See, the liberating thought that came to me one night was, “Hey, Fred! All those people you and Cyril had so much pleasure making fun of, they’re still around — only worse than ever — and they still need to have somebody point out how contemptible their aspirations are and how wretched they would make our lives if they could.”
Time for a new edition! Some of the brand names had lost their relevance — how many people own a Kelvinator or drive a Nash these days? — but it was an easy chore to replace those names with more contemporary ones.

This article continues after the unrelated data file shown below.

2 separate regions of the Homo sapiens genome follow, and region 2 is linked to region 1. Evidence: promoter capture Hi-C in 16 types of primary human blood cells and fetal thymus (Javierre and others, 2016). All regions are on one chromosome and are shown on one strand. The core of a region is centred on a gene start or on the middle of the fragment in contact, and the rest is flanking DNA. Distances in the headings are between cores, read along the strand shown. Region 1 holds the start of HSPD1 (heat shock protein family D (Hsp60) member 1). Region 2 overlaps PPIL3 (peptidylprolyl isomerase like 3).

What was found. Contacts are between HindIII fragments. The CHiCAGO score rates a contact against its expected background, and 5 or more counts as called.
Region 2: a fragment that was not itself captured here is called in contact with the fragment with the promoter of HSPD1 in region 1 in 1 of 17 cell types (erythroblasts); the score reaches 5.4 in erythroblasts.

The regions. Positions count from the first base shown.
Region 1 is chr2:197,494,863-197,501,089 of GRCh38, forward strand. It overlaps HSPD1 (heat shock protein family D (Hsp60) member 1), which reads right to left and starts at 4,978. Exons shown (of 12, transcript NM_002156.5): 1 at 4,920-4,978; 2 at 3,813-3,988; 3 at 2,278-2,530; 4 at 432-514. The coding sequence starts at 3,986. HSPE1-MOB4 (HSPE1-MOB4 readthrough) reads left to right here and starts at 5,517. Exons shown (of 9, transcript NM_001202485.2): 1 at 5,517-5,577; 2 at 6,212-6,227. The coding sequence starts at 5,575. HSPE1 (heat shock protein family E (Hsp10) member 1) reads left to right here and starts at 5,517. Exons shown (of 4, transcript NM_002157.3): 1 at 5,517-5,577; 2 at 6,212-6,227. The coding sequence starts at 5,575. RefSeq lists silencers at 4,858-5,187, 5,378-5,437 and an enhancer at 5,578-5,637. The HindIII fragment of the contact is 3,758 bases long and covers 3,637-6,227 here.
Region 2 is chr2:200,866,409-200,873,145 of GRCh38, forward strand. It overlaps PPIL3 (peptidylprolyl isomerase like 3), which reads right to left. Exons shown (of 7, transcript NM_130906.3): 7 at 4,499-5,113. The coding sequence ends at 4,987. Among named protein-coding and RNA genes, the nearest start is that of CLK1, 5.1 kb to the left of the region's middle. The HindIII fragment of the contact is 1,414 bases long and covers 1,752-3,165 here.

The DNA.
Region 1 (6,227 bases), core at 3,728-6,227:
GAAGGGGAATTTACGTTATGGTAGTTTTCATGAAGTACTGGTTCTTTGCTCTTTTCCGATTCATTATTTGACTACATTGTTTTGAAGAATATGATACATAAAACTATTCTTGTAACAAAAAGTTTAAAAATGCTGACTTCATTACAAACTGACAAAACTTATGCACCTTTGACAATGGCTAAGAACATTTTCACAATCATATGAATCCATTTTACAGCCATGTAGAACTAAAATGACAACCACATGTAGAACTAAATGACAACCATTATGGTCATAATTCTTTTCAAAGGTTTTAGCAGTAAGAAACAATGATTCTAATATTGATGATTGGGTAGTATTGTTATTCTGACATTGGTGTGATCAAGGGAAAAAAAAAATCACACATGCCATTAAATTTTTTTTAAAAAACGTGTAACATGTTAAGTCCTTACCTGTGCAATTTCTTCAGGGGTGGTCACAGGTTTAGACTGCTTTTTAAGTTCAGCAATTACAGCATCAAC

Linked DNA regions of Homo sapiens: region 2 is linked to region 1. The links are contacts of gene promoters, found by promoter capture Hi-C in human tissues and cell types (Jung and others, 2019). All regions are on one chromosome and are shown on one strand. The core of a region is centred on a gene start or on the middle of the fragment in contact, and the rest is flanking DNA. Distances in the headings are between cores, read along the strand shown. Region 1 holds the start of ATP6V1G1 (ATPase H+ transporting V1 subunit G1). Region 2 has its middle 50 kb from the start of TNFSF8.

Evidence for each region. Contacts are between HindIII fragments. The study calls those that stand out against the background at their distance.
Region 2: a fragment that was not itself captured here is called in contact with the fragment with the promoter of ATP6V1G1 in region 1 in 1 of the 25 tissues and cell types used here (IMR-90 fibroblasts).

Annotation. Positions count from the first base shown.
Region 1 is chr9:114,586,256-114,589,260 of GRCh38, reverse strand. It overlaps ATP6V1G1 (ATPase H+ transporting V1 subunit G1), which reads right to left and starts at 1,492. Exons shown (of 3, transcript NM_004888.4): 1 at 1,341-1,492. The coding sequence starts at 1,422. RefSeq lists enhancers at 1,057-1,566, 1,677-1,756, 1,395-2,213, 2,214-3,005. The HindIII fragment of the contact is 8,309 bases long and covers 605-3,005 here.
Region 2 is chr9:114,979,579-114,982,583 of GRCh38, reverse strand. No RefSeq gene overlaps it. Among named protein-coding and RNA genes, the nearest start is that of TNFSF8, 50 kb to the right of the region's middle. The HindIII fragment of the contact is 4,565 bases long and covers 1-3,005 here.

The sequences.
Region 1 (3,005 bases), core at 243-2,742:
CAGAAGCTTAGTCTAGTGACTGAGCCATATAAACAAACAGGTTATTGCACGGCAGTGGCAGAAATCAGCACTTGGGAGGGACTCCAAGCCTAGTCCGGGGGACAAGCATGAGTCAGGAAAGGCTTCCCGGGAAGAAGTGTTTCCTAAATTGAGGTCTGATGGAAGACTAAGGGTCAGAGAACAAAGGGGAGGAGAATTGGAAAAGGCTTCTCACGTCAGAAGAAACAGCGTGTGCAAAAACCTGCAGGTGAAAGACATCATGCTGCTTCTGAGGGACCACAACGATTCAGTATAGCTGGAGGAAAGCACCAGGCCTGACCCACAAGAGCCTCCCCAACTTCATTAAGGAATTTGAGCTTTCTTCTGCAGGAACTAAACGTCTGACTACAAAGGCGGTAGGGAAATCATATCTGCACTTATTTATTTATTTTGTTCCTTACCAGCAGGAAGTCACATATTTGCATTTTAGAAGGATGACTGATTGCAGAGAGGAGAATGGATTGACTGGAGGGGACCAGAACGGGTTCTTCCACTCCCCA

The one thing that would have made the whole job easier, and a lot more fun, was no longer with us. That was the presence of Cyril Kornbluth himself, eternally graceful in the use of words and even more reliably sardonic in his understanding of the world we live in.
* * *
I think it isn’t exactly a conventional novel, which may be why so many editors declined the chance to publish it. Certainly it wasn’t a conventional science-fiction novel, as the term was understood in those early days, it lacking radar-eyed and multilimbed alien characters, as well as their squadrons of faster-than-light battlewagons. What it was, and is, is what Kingsley Amis felicitously termed a “comic inferno” or a “new map of hell.” As such, readers who shared my and Cyril’s apprehensions about the world of the future heard a voice that shared their concerns, and liked what they heard.
And I would make no stronger claim for the book now.